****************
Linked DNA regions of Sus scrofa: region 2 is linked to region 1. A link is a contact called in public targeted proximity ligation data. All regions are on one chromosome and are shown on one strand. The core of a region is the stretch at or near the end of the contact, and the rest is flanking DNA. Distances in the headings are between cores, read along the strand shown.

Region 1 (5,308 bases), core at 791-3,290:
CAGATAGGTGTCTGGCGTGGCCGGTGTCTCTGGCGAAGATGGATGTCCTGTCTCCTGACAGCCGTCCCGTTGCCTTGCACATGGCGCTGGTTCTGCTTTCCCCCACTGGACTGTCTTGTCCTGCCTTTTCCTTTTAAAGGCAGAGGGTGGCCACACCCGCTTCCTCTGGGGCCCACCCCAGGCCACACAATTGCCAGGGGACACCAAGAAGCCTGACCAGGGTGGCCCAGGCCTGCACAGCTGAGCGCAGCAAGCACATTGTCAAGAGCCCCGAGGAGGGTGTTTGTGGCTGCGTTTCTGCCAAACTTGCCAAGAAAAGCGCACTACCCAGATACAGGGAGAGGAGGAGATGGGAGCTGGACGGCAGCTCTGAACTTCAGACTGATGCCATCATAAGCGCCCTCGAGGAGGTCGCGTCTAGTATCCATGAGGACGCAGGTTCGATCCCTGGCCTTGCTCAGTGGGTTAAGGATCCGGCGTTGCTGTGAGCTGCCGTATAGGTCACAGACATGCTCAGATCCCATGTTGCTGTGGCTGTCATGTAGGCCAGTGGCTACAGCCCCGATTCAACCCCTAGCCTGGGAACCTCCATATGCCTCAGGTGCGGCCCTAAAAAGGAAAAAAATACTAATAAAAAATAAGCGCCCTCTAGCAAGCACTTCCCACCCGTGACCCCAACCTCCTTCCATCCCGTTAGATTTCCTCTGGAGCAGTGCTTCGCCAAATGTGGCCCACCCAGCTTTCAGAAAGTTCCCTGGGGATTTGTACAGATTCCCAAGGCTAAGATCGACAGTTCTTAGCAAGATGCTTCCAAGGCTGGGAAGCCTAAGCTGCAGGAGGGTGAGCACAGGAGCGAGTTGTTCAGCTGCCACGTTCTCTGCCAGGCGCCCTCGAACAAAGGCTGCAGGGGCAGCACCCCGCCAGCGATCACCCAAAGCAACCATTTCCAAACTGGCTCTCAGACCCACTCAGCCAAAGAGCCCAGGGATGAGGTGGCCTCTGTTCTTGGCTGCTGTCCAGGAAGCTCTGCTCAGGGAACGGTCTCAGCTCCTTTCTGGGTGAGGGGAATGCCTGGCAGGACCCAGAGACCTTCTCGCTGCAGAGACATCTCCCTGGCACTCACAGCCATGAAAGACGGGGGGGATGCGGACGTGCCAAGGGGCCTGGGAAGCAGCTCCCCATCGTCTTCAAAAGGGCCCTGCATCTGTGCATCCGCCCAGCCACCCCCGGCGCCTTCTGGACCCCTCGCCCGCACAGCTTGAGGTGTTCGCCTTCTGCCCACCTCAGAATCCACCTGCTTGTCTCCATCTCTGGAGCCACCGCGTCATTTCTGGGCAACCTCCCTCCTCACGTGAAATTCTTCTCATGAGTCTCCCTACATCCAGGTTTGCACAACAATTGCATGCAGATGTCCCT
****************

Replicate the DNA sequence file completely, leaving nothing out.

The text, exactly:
Linked DNA regions of Sus scrofa: region 2 is linked to region 1. A link is a contact called in public targeted proximity ligation data. All regions are on one chromosome and are shown on one strand. The core of a region is the stretch at or near the end of the contact, and the rest is flanking DNA. Distances in the headings are between cores, read along the strand shown.

Region 1 (5,308 bases), core at 791-3,290:
CAGATAGGTGTCTGGCGTGGCCGGTGTCTCTGGCGAAGATGGATGTCCTGTCTCCTGACAGCCGTCCCGTTGCCTTGCACATGGCGCTGGTTCTGCTTTCCCCCACTGGACTGTCTTGTCCTGCCTTTTCCTTTTAAAGGCAGAGGGTGGCCACACCCGCTTCCTCTGGGGCCCACCCCAGGCCACACAATTGCCAGGGGACACCAAGAAGCCTGACCAGGGTGGCCCAGGCCTGCACAGCTGAGCGCAGCAAGCACATTGTCAAGAGCCCCGAGGAGGGTGTTTGTGGCTGCGTTTCTGCCAAACTTGCCAAGAAAAGCGCACTACCCAGATACAGGGAGAGGAGGAGATGGGAGCTGGACGGCAGCTCTGAACTTCAGACTGATGCCATCATAAGCGCCCTCGAGGAGGTCGCGTCTAGTATCCATGAGGACGCAGGTTCGATCCCTGGCCTTGCTCAGTGGGTTAAGGATCCGGCGTTGCTGTGAGCTGCCGTATAGGTCACAGACATGCTCAGATCCCATGTTGCTGTGGCTGTCATGTAGGCCAGTGGCTACAGCCCCGATTCAACCCCTAGCCTGGGAACCTCCATATGCCTCAGGTGCGGCCCTAAAAAGGAAAAAAATACTAATAAAAAATAAGCGCCCTCTAGCAAGCACTTCCCACCCGTGACCCCAACCTCCTTCCATCCCGTTAGATTTCCTCTGGAGCAGTGCTTCGCCAAATGTGGCCCACCCAGCTTTCAGAAAGTTCCCTGGGGATTTGTACAGATTCCCAAGGCTAAGATCGACAGTTCTTAGCAAGATGCTTCCAAGGCTGGGAAGCCTAAGCTGCAGGAGGGTGAGCACAGGAGCGAGTTGTTCAGCTGCCACGTTCTCTGCCAGGCGCCCTCGAACAAAGGCTGCAGGGGCAGCACCCCGCCAGCGATCACCCAAAGCAACCATTTCCAAACTGGCTCTCAGACCCACTCAGCCAAAGAGCCCAGGGATGAGGTGGCCTCTGTTCTTGGCTGCTGTCCAGGAAGCTCTGCTCAGGGAACGGTCTCAGCTCCTTTCTGGGTGAGGGGAATGCCTGGCAGGACCCAGAGACCTTCTCGCTGCAGAGACATCTCCCTGGCACTCACAGCCATGAAAGACGGGGGGGATGCGGACGTGCCAAGGGGCCTGGGAAGCAGCTCCCCATCGTCTTCAAAAGGGCCCTGCATCTGTGCATCCGCCCAGCCACCCCCGGCGCCTTCTGGACCCCTCGCCCGCACAGCTTGAGGTGTTCGCCTTCTGCCCACCTCAGAATCCACCTGCTTGTCTCCATCTCTGGAGCCACCGCGTCATTTCTGGGCAACCTCCCTCCTCACGTGAAATTCTTCTCATGAGTCTCCCTACATCCAGGTTTGCACAACAATTGCATGCAGATGTCCCT